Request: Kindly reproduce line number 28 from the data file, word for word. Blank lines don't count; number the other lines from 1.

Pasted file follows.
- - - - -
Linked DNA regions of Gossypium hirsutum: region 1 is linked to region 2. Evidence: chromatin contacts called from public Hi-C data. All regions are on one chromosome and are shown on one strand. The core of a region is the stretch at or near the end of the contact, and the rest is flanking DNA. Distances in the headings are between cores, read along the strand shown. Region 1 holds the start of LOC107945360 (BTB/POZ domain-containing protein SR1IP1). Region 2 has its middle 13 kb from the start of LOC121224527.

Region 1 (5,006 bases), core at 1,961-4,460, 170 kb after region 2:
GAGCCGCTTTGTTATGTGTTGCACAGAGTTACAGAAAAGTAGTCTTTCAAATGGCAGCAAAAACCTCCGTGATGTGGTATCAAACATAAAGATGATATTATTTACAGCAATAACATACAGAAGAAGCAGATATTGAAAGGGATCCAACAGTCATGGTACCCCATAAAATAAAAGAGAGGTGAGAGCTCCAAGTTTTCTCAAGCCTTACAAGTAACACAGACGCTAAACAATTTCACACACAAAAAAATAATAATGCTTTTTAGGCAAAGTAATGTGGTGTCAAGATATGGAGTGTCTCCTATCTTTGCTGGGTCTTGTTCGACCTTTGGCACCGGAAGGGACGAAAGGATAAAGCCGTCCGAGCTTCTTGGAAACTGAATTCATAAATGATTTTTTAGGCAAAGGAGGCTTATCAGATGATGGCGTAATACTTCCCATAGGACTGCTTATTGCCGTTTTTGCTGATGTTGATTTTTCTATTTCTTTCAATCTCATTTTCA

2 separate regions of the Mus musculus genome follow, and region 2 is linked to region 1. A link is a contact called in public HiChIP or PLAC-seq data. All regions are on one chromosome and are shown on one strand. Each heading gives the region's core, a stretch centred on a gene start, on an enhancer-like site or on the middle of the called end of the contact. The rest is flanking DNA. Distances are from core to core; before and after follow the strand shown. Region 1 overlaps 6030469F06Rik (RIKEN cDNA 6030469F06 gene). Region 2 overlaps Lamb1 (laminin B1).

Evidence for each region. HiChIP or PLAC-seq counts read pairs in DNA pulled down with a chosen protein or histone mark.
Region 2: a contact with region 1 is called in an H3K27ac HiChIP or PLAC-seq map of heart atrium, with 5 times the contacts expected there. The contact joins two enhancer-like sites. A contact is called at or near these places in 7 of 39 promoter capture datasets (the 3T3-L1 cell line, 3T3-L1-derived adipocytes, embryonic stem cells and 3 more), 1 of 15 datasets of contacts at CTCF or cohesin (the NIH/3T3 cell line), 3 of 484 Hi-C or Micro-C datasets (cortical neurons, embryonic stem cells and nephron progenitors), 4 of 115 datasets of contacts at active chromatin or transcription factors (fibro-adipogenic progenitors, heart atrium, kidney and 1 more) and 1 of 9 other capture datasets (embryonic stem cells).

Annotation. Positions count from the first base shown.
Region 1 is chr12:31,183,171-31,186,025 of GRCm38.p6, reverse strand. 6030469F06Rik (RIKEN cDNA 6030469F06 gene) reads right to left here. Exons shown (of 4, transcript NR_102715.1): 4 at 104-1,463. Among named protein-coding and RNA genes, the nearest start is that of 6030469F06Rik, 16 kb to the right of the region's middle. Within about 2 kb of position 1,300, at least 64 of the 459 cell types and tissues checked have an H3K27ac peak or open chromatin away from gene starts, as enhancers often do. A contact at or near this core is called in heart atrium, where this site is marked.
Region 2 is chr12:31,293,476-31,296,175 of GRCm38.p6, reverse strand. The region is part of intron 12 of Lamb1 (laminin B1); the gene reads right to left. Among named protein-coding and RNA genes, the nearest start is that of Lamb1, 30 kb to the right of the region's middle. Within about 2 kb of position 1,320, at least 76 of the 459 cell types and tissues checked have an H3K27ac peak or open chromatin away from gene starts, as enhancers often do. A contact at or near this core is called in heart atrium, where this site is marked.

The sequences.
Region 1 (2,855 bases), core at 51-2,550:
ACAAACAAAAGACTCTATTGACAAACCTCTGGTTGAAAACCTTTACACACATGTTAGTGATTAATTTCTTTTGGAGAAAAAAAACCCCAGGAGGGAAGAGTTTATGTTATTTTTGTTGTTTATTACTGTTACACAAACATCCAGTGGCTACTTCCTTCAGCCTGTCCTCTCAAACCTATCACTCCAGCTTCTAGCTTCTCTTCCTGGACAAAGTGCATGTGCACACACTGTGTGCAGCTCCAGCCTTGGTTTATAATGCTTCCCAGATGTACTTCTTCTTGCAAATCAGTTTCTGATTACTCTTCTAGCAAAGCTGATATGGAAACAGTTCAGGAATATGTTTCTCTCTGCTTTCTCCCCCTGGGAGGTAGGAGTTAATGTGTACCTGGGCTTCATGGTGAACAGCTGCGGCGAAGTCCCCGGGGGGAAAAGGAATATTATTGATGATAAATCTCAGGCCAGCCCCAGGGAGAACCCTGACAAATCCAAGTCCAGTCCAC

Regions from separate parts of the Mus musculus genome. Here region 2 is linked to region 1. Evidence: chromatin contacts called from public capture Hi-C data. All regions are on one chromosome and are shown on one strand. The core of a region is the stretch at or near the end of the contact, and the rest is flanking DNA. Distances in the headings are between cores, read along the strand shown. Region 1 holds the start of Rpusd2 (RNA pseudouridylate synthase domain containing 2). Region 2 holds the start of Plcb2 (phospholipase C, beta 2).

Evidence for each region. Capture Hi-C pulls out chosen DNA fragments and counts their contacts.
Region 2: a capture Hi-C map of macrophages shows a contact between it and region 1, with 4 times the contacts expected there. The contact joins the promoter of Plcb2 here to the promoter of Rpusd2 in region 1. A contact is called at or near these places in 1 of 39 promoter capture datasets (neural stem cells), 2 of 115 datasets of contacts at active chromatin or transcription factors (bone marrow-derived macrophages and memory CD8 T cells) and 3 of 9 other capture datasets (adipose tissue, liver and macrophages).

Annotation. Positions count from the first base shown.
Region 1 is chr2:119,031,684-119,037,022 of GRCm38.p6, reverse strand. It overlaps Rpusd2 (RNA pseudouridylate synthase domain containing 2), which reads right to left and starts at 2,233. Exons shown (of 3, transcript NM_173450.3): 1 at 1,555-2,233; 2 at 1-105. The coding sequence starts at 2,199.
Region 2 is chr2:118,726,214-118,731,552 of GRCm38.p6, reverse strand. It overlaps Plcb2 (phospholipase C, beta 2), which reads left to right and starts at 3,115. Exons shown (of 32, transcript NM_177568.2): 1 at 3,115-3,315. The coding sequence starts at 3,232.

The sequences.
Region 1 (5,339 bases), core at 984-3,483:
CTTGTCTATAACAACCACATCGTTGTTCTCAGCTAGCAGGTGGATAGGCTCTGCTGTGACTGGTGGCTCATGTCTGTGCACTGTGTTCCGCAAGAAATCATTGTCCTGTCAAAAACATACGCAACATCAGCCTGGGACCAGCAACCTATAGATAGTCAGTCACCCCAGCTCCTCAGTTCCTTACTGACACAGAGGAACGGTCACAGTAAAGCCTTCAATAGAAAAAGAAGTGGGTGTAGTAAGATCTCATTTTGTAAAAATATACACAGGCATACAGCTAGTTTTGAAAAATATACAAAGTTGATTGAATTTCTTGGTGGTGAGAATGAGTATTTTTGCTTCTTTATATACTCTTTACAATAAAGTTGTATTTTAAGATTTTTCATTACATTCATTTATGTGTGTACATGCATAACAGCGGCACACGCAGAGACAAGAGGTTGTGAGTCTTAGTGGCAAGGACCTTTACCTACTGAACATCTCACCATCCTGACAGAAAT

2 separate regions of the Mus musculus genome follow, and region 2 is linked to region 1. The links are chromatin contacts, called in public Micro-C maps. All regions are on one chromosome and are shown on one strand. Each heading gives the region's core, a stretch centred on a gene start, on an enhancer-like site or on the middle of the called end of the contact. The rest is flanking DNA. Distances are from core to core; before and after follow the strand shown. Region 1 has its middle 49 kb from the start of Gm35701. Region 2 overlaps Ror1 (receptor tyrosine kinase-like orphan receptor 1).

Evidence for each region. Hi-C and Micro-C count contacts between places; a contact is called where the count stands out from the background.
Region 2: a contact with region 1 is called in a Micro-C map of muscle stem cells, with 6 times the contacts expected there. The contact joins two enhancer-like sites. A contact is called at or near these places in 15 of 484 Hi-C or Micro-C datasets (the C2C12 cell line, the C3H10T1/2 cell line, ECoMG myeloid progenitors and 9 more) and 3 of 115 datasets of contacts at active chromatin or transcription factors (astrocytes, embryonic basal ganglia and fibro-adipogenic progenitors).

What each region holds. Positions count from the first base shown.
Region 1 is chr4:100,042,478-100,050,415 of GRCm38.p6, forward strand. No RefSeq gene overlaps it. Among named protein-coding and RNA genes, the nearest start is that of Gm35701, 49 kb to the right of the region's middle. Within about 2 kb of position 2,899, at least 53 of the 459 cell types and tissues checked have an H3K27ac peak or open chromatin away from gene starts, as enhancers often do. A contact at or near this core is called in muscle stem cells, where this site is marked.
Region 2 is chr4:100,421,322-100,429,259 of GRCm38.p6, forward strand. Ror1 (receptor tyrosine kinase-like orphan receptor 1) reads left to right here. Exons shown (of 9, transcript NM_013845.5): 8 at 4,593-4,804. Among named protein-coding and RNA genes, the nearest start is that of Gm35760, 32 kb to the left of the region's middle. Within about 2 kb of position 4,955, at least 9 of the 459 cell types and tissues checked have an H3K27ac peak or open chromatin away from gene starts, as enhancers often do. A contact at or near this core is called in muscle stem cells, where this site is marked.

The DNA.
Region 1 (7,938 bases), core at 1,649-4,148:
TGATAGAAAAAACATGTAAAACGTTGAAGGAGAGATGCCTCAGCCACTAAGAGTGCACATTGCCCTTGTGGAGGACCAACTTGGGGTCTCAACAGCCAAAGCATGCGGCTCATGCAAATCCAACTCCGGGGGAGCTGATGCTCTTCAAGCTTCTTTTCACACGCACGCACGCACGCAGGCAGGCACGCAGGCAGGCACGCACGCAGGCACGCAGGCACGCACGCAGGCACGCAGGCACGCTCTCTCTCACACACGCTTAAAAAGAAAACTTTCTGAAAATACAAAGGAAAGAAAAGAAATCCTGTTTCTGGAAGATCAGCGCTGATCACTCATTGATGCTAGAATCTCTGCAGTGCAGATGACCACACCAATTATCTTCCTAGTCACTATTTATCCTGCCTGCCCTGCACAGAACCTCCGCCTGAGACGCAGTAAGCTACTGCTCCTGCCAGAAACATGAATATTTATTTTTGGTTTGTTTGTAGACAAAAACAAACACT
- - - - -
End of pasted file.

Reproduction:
The DNA.